What diseases does the condition of your teeth indicate?

The condition of your teeth, mouth, and gums can tell the dentist about health problems. After examining, it can reveal eating disorders, sleep problems, severe stress, and more. We have given some examples of diseases that can be identified by looking at your teeth.

Anxiety or poor sleep

Stress, anxiety, or a sleep disorder can cause tooth grinding. According to a study, bruxism (teeth grinding) occurs in people with poor sleep.

“Tooth surfaces flatten and teeth wear out,” said Tufts University School of Dental Medicine professor Charles Rankin, noting that a healthy tooth reaches a certain height and has an uneven, bumpy surface. “Teeth grinding at night causes the height of the teeth to decrease.”

If you find yourself grinding your teeth, talk to your dentist to get you a night guard that will protect your teeth from wear and tear. You should also seek the advice of a psychotherapist to identify the causes.

Eating Disorders

Some types of disordered eating, such as anorexia and bulimia, may be obvious to your dentist. Studies show that stomach acid from laxatives, bowel cleanses, and other things can erode both tooth enamel and dentin, the softer layer underneath enamel. Erosion is usually found on the back of the teeth, Rankin says.

But while enamel erosion can prompt a dentist to consider eating disorders, this is not always the case. The appearance of erosion can be genetic or congenital. It can also be caused by acid reflux. In any case, if you find yourself with enamel erosion, contact a gastroenterologist.

Poor nutrition

Coffee, tea, sauces, energy drinks and even dark berries leave their mark on our teeth. Chocolate, candy, and dark carbonated drinks such as Coca-Cola can also cause dark spots on your teeth. However, if you can’t live without coffee and other problematic stain-causing foods, there are steps you can take to avoid it.

“Drink coffee and drinks through a straw so they don’t touch your teeth,” Rankin says. “It also helps to rinse and brush your teeth immediately after eating.”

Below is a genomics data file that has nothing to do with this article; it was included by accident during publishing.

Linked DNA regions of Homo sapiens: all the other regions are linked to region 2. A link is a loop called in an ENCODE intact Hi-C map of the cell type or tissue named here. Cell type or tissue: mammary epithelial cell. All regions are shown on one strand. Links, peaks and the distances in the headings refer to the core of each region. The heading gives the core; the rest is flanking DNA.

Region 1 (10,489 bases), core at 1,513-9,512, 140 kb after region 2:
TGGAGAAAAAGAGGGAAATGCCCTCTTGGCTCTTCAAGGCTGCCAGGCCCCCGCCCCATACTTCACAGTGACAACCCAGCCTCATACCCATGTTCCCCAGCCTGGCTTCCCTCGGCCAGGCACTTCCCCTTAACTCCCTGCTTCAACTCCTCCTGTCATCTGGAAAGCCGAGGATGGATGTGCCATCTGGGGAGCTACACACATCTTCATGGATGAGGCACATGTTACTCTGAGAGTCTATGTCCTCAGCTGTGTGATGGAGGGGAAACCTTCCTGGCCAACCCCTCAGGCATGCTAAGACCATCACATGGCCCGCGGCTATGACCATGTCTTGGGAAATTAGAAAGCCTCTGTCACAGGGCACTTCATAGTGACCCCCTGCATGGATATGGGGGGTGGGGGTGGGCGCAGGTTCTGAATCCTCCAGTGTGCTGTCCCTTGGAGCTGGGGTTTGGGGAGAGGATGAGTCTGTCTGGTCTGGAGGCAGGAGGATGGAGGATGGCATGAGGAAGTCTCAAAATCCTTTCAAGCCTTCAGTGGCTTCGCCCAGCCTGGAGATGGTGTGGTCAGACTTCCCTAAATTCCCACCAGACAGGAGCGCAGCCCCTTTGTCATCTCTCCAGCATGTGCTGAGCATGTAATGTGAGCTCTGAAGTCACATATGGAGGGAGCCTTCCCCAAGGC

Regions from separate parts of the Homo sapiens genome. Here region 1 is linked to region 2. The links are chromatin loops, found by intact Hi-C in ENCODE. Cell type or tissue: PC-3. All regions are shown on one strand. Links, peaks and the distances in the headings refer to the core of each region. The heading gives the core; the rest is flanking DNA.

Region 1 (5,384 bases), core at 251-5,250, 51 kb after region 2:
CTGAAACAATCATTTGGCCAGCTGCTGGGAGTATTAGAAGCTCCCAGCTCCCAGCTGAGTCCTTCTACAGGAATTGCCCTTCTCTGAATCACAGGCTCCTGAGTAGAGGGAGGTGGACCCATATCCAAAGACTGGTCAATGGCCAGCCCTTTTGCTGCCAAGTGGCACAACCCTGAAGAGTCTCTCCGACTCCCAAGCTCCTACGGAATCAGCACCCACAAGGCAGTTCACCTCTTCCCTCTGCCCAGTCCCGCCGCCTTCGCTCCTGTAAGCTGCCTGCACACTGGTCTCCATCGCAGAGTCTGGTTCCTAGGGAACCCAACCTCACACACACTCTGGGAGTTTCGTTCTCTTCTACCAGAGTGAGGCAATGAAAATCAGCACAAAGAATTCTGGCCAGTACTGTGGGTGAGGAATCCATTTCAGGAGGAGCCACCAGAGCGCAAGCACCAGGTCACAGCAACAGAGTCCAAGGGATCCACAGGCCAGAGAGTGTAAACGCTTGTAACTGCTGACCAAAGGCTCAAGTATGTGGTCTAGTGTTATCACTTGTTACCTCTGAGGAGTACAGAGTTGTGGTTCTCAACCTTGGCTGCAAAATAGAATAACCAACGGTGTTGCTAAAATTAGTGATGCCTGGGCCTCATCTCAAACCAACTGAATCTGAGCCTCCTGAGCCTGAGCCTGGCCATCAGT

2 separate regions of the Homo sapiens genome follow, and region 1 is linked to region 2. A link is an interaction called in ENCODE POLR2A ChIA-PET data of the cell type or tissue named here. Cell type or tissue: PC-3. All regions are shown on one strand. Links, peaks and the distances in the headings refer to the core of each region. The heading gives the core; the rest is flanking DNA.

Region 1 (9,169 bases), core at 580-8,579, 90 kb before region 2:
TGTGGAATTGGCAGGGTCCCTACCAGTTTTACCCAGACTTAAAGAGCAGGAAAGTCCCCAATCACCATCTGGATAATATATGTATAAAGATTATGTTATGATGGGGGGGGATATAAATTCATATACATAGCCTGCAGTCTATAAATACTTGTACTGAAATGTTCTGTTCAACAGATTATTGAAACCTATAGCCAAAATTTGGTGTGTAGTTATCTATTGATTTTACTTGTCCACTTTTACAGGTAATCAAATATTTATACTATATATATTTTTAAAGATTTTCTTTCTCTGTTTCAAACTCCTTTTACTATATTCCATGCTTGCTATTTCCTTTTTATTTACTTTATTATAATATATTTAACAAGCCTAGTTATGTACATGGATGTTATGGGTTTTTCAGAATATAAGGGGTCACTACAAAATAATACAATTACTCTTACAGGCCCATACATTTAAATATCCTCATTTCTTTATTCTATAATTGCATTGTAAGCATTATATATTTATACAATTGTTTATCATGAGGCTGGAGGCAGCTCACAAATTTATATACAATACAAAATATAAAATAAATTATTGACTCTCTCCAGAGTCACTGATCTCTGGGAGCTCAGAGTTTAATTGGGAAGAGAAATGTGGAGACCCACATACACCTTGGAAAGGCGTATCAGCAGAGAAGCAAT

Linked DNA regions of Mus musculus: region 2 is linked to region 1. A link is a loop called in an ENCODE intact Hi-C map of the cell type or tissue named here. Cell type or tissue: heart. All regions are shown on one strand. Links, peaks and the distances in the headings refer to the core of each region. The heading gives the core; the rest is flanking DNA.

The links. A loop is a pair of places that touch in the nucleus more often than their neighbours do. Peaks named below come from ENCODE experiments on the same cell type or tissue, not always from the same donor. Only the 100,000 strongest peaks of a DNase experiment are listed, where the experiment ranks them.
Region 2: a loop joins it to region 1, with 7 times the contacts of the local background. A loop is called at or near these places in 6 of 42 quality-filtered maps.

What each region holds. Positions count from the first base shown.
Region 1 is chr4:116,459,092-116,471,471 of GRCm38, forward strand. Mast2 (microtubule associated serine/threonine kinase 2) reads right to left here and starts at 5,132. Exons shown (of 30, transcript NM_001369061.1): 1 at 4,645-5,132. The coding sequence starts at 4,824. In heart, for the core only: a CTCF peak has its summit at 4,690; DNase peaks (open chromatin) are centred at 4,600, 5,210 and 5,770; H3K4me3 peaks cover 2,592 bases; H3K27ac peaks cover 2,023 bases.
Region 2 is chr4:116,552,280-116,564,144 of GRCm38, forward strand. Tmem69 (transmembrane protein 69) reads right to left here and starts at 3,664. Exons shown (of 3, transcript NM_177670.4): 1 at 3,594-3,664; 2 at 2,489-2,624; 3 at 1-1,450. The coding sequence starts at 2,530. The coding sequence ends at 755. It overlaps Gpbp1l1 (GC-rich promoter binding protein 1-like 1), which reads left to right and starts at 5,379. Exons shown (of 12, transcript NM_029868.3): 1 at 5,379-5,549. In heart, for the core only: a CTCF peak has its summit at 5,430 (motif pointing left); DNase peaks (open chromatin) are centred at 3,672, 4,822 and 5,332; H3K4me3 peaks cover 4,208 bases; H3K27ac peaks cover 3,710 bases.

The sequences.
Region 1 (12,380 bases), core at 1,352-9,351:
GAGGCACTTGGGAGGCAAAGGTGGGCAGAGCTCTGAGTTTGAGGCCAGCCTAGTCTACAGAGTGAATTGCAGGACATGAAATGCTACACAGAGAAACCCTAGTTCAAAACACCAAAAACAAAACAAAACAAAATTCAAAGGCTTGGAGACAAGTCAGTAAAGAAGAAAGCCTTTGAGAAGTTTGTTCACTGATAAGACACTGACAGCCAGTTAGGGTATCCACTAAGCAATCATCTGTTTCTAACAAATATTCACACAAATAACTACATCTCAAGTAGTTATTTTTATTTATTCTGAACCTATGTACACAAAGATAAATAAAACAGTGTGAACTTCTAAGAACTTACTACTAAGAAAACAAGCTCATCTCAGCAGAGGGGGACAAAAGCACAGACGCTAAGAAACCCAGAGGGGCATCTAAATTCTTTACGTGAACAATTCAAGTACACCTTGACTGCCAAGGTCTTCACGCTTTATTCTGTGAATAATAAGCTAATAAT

We all know that sugar causes dental problems. But, according to Rankin, if patients brushed their teeth or simply rinsed their mouths every time they ate candy, the risk of oral problems would be much lower. However, doctors advise to abandon products that adversely affect tooth enamel and health in general.

Alcohol abuse

Alcohol abuse can lead to serious oral problems, and dentists can smell alcohol on a patient’s breath, Rankin said.

A 2015 study published in the Journal of Periodontology also found some connection between food and oral health. Brazilian researchers found that gum disease and periodontitis increase with frequent alcohol consumption. The study also found that people who drink excessively have poor oral hygiene. In addition, alcohol slows down the production of saliva and causes the mouth to dry out.

Heart disease and diabetes

“Among people who don’t know if they have diabetes or not, poor gum health has been found to be linked to diabetes,” says Columbia University professor of dental medicine Panos Papapanu. “This is a pretty critical stage where a dentist can help you identify undiagnosed diabetes.”

The link between periodontitis and diabetes is not yet fully understood, but researchers say diabetes increases the risk of gum disease, and gum disease negatively impacts the body’s ability to regulate blood sugar levels.

In addition, people with diabetes are three times more likely to have severe gum disease. If you have been diagnosed with diabetes or cardiovascular disease, be sure to practice good oral hygiene. It is possible that bacteria can get under the inflamed gums and further exacerbate these diseases.

Ekaterina Romanova

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